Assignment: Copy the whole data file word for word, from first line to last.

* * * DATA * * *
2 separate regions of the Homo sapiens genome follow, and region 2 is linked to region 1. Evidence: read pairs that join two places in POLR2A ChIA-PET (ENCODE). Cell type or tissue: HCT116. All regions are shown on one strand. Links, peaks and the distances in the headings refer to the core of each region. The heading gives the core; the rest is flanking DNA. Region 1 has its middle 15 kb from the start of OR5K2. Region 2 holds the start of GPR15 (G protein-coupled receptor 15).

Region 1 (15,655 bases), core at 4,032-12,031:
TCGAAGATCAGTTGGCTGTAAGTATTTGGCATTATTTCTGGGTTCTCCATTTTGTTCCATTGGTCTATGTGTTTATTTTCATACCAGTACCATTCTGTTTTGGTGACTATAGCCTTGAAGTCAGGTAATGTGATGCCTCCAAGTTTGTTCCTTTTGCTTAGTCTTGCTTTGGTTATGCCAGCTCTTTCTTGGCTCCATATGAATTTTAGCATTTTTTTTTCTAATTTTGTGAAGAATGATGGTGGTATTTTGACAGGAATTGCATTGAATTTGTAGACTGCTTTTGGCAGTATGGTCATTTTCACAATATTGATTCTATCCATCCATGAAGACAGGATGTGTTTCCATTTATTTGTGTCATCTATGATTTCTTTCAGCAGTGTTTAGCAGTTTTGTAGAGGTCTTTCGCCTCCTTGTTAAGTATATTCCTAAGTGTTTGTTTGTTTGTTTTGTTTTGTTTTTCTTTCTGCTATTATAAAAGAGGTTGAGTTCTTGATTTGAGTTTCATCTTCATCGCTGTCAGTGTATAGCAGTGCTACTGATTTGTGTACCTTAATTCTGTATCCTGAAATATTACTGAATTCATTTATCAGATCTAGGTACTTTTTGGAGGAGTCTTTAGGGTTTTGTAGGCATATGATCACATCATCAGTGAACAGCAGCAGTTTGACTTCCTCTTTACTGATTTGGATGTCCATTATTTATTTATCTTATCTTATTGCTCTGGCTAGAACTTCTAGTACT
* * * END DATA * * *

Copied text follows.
2 separate regions of the Homo sapiens genome follow, and region 2 is linked to region 1. Evidence: read pairs that join two places in POLR2A ChIA-PET (ENCODE). Cell type or tissue: HCT116. All regions are shown on one strand. Links, peaks and the distances in the headings refer to the core of each region. The heading gives the core; the rest is flanking DNA. Region 1 has its middle 15 kb from the start of OR5K2. Region 2 holds the start of GPR15 (G protein-coupled receptor 15).

Region 1 (15,655 bases), core at 4,032-12,031:
TCGAAGATCAGTTGGCTGTAAGTATTTGGCATTATTTCTGGGTTCTCCATTTTGTTCCATTGGTCTATGTGTTTATTTTCATACCAGTACCATTCTGTTTTGGTGACTATAGCCTTGAAGTCAGGTAATGTGATGCCTCCAAGTTTGTTCCTTTTGCTTAGTCTTGCTTTGGTTATGCCAGCTCTTTCTTGGCTCCATATGAATTTTAGCATTTTTTTTTCTAATTTTGTGAAGAATGATGGTGGTATTTTGACAGGAATTGCATTGAATTTGTAGACTGCTTTTGGCAGTATGGTCATTTTCACAATATTGATTCTATCCATCCATGAAGACAGGATGTGTTTCCATTTATTTGTGTCATCTATGATTTCTTTCAGCAGTGTTTAGCAGTTTTGTAGAGGTCTTTCGCCTCCTTGTTAAGTATATTCCTAAGTGTTTGTTTGTTTGTTTTGTTTTGTTTTTCTTTCTGCTATTATAAAAGAGGTTGAGTTCTTGATTTGAGTTTCATCTTCATCGCTGTCAGTGTATAGCAGTGCTACTGATTTGTGTACCTTAATTCTGTATCCTGAAATATTACTGAATTCATTTATCAGATCTAGGTACTTTTTGGAGGAGTCTTTAGGGTTTTGTAGGCATATGATCACATCATCAGTGAACAGCAGCAGTTTGACTTCCTCTTTACTGATTTGGATGTCCATTATTTATTTATCTTATCTTATTGCTCTGGCTAGAACTTCTAGTACT